Sex has always held an element of danger for me, whether it is the imagined danger of transgressing or getting caught or going to hell, or just of going somewhere I’ve never been before, a not knowing—there is some excitement in that kind of danger.

There is emotional danger, the risk of rejection and disappointment, of not getting that phone call back after what you thought was pretty good sex and a nice connection. The suffering of trying to repeat a happiness, combined with the suffering of trying to find it in the first place, can be enough to make even the strongest among us doubt the wisdom of trying at all. A lot of people give up.

Even during the happy time, it can be hard to banish completely worry over whether the happiness can be sustained. Like the erection I’m afraid of losing before the condom is out of the package and unrolled, these things can easily become self-fulfilling sadnesses.

And what if it does work out and I get a relationship going? Do I take the risk of talking about difficult things or do I instead avoid rocking the boat of my good fortune, thereby all but ensuring the relationship’s demise? Is there anything more demoralizing than a breakup?

Then there are, of course, physical dangers. It occurred to me some decades into my sexual life that I almost always choose partners with bodies smaller than mine. How’s that for a control issue? I chalk it up to not ever wanting to be in a situation I can’t get out of (and no handcuffs or ropes either, thanks, unless I know and trust you). Similarly, I seem to always be aware of the location of the nearest exit in a relationship.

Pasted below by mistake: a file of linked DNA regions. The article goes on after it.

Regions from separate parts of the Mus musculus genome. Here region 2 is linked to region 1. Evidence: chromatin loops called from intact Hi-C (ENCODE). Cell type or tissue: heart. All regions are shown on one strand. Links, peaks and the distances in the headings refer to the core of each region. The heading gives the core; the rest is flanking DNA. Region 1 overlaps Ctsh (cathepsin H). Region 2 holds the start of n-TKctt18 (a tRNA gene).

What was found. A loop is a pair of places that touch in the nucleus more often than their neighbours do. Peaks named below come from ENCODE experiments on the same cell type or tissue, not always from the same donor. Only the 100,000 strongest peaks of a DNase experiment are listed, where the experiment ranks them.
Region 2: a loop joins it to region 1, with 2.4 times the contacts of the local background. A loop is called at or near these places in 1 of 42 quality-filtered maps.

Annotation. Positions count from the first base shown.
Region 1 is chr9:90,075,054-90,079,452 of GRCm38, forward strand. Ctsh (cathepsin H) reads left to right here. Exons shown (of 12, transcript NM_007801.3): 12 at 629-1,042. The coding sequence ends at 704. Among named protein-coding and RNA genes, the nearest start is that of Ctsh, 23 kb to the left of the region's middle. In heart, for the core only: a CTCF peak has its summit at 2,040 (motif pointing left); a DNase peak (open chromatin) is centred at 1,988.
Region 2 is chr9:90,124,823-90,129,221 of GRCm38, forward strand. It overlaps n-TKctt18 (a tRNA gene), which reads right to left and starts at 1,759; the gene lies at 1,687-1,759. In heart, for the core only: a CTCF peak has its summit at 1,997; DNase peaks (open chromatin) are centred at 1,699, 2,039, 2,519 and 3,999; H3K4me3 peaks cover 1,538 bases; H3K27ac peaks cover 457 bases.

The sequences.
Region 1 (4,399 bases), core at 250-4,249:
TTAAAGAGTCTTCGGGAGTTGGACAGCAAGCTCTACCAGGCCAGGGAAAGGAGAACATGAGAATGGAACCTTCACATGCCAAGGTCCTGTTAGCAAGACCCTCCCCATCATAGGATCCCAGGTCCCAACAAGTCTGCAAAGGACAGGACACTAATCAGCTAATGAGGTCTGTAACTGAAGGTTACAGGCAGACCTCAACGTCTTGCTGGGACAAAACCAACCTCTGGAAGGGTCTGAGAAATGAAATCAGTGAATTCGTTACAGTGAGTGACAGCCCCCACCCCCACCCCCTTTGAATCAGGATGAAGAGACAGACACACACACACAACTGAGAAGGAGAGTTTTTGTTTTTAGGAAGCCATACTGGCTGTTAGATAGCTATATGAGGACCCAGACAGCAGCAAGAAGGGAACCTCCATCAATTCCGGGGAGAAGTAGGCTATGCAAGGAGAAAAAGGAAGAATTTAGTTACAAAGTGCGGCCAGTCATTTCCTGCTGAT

Dave X Robb's first California IDThere is the physical danger of AIDS. Having come to the party a little late, my sexual awakening coincided perfectly with the national shutting down of sex. It felt like one of those big, heavy metal doors being rolled down over the front of a shop, and I’m left there standing on the sidewalk with my coupons.

I shouldn’t complain really. I’m alive today because of it. It’s not so hard to adapt to safe sex when you’ve not yet had the experience of full-on gay sex without the barriers. That and seeing people dropping dead all around me made it reasonably easy to adopt safe sex.

I understood the logic of the ubiquitous prevention messages and knew I could, through sheer force of stubborn will, adhere to them like a straight-A student; yet I always felt uncomfortable with the admonition to use a condom every single time, to always assume your partner could be positive. Yes, it was practical, sound advice from a public health perspective at a time when literally half of all gay men in the city were HIV-positive. It was a simple, easy-to-understand guideline that made rational sense.